last february, Djamo Announced that she got He was accepted into Y Combinator, the first from Ivory Coast. Months later, the two-year-old fintech raised $14 million in funding from the popular accelerator, as well as from three anchor investors — Enza Capital, Oikocredit, and Partech Africa — and other co-investors, including Janngo Capital, P1 Ventures, Axian, and Launch Africa.
As with most fintech companies across Africa, Djamo was launched by Regis Bamba And the Hassan Bourqi In the past year, it has been providing financial services to the unbanked and unbanked population. Its focus is on francophone markets where less than 25% of adults have bank accounts. One of the reasons for this is that banks focus on affluent clients and those they consider profitable for business. But as banks slowed down, mobile money from the region’s telcos filled the gap, and in the past 10 years, their wallets have reached more than 60% of the population—evidence of just how many millions of indigenous francophones were hungry for financial services.
Today, this mobile money infrastructure and access allows startups like Djamo to build on existing payment infrastructure to democratize financial access across the banking and mobile money spheres. The Djamo app enables bank and mobile money interoperability, meaning its customers in Ivory Coast can send money from their bank accounts to mobile money wallets and vice versa; It has taken advantage of this characteristic to build a complete suite of financial services.
Djamo’s first product is a Visa-backed debit card that allows users to make online purchases on sites like Amazon, Alibaba, or Netflix. Other products include virtual accounts for peer-to-peer transactions, a product for receiving payroll, and an autosave product that provides guidance on clients’ financial goals. codaAnd the TildaAnd the PiggyVestAnd the TimeBank And the Koa are some examples of similar products across Africa.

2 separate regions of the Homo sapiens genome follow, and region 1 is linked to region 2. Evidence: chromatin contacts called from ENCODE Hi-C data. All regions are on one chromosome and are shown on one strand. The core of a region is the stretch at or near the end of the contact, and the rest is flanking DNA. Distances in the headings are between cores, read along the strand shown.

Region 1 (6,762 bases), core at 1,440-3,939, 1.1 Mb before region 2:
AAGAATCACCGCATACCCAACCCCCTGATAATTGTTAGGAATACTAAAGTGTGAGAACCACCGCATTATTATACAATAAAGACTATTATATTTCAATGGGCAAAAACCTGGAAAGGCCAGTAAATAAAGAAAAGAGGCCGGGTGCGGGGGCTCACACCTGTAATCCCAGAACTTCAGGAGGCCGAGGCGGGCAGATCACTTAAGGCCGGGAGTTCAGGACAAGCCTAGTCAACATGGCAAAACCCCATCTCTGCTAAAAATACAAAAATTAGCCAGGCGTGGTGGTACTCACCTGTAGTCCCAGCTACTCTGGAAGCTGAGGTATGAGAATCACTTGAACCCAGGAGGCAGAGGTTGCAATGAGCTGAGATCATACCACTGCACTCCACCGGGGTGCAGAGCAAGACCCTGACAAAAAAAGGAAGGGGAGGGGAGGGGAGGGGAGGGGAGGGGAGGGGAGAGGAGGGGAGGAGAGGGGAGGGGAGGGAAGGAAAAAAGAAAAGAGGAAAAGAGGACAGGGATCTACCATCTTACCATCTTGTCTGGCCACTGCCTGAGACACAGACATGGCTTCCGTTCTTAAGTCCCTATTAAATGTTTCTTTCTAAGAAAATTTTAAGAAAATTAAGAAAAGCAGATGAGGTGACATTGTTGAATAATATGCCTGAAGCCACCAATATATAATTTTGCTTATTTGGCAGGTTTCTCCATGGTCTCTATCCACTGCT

“Before Djamo, it was difficult for the average customer to get paid digitally because it was not integrated into the banking system,” CEO Borghi told TechCrunch over the phone. “We found the right partner to launch this product and any company can pay employees with a Djamo account. When you look at Djamo, along with other products, we want customers to be able to better manage their money and help them plan for their future. We don’t necessarily have to digitize money like mobile wallets We are here to work on the personal financial side.”
Customers see so much value in the different use cases that Djamo has collected so far that the fintech still relies on word of mouth to scale across Ivory Coast, according to Bamba, the company’s chief product officer. The platform has currently registered more than 500,000 customers, a more than 5x increase from the 90,000 customers Djamo joined as of February 2021.
“In our area, users pay among the highest fees in the world but don’t always receive proper service in return, and that can be very frustrating. The only thing we want to achieve is to offer a product where customers get real value for their money,” said the CPO. The app was naturally growing like crazy, and getting such numbers in a market like this in such a short period, is proof that we’re proving the overall user experience and building something that’s really relevant for users.”
While they did not provide an update on the 50,000 monthly transactions recorded during February interviewThe founders say the fintech platform has processed more than $400 million since its inception. Djamo is also seeing revenue growth of 20% to 25% month over month, driven by an adjustment to its pricing plan that includes a free option and two premium options with different services: $2 per month and $3.5 per month. They say these options are 80% cheaper than other bank accounts offered by financial institutions – including microfinance banks that Djamo sees as direct competitors due to their adoption of digital channels to provide financial services – in Ivory Coast.
Borghi said that 60% of Djamo’s customers had never used a Visa debit card before joining the platform. It’s an act the CEO is proud of and considers crucial to Djamo’s bid to make financial services more accessible to the masses, including those outside of Ivory Coast. The $14 million in funding, which it claims is the largest equity round ever for a startup in Ivory Coast, will help the startup advance to two more countries across Francophone Africa before the end of next year and expand its product offering to include investments and lending.
Speaking about the investment, Tejan Diem, General Partner, Partic Africa, said, “Francophone Africa offers a large integrated market, with [a] Rapidly growing demand for frictionless services from a new group of young people with digital assets. We are excited to join forces with high caliber local investors who bring sectoral and regional expertise to enable Djamo to seize this opportunity.”